Computer and Electronic Data Destruction
Computers are often the repository of an astounding amount of information. Even in a stand-alone computer that is not linked to the Internet, millions of conventional pages of text and images can be stored in the hard drive and on peripherals, such as a floppy disk or on a compact disk (CD).
For sensitive operations, the security of computer data must be ensured. This is particularly true when data is erased. The convention version of data removal involves the deletion of a file, by the movement of the file to a "garbage can" (i.e., the "Recycling Bin" in the various Windows operating systems). This form of deletion instructs the computer to use the slice of hard or floppy disk space for something else. Eventually, the file will be over-written. But, until that occurs, the information is recoverable.
The true cleaning of a hard or floppy disk involves overwriting the actual data. Computer data is recorded as a series of 0s and 1s. Irrevocable erasure of data can be achieved by rewriting the relevant sector of a drive with 0's. Others advocate for a hexadecimal pattern (i.e., 110000001) followed by a "second pass", which over-writes the hexadecimal pattern as 00111110. In this way, every unit of information has been changed at least once.
True cleaning of a CD is also possible. The data layer that was previously "burned" onto the CDs surface can be removed and ground into fine powder. The original polycarbonate disk that remains contains no trace of the original data. The CD, which is rendered unusable, can be conventionally disposed of.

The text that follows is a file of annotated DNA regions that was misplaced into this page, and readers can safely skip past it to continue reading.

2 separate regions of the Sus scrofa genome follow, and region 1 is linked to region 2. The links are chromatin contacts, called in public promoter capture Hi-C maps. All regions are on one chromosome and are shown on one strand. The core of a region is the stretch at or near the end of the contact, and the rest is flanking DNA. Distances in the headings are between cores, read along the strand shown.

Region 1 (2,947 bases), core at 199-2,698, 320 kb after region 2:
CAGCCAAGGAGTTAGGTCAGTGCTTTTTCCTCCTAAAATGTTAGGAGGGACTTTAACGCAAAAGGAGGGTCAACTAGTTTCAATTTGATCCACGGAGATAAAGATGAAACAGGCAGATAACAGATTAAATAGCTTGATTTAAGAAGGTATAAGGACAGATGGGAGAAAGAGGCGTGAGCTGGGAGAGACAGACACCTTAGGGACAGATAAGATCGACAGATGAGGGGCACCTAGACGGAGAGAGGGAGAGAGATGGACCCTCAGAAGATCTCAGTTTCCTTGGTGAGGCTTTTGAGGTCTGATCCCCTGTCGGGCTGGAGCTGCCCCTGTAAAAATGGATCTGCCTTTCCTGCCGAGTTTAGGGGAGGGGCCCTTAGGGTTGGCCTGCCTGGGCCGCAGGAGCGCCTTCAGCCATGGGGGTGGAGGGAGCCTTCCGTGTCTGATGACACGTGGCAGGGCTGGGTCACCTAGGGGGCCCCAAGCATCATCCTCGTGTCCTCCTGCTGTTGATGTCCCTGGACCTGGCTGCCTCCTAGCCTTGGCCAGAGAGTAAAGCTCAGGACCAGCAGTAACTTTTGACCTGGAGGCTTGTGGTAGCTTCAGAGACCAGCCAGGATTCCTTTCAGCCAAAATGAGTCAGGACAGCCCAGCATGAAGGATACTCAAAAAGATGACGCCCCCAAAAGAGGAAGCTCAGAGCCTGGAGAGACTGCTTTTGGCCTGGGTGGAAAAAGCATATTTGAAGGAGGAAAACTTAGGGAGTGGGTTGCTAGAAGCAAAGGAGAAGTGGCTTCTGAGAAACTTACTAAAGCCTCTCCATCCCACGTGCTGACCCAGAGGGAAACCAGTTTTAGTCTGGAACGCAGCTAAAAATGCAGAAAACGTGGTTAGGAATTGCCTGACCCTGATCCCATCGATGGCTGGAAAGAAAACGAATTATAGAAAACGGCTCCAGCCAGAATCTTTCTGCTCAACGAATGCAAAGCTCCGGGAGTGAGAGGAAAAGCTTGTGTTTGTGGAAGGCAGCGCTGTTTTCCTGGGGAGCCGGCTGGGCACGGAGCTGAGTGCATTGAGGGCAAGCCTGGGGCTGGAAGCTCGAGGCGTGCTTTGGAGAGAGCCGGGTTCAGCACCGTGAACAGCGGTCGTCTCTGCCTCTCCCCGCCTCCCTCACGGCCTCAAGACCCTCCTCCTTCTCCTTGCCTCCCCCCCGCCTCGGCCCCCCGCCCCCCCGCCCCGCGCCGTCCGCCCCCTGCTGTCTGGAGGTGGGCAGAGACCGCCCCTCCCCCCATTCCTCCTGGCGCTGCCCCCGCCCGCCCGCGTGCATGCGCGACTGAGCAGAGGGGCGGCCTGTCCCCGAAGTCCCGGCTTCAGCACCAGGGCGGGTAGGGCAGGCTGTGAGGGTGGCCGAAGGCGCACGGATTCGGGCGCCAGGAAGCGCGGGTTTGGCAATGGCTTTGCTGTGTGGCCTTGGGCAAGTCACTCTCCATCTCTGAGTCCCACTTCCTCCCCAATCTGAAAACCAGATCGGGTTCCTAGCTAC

Destruction can also be a brute force physical process. For example, a hard drive can be physically damaged so that it cannot be read, even if installed into another computer. Floppy disks can be cut apart. Thus, while information may still reside on the drive, that information is essentially destroyed. Disks and CDs can even be melted down.
A number of vendors offer data destruction services to those having concerns about the sensitivity and vulnerability of their data. Government agencies usually have in-house staff and facilities, so that sensitive information does not pass into unauthorized hands, even during the destruction process.
█ FURTHER READING:
Bosworth, Seymour and Michael E. Kabay. Computer Security Handbook. New York: John Wiley & Sons, 2002.
Eoghan, Casey. Digital Evidence and Computer Crime. New York: Academic Press, 2000.
Kruse, Warren G., II., and Jay G. Heiser. Computer Forensics: Incident Response Essentials. Boston: Addison Wesley Professional, 2001.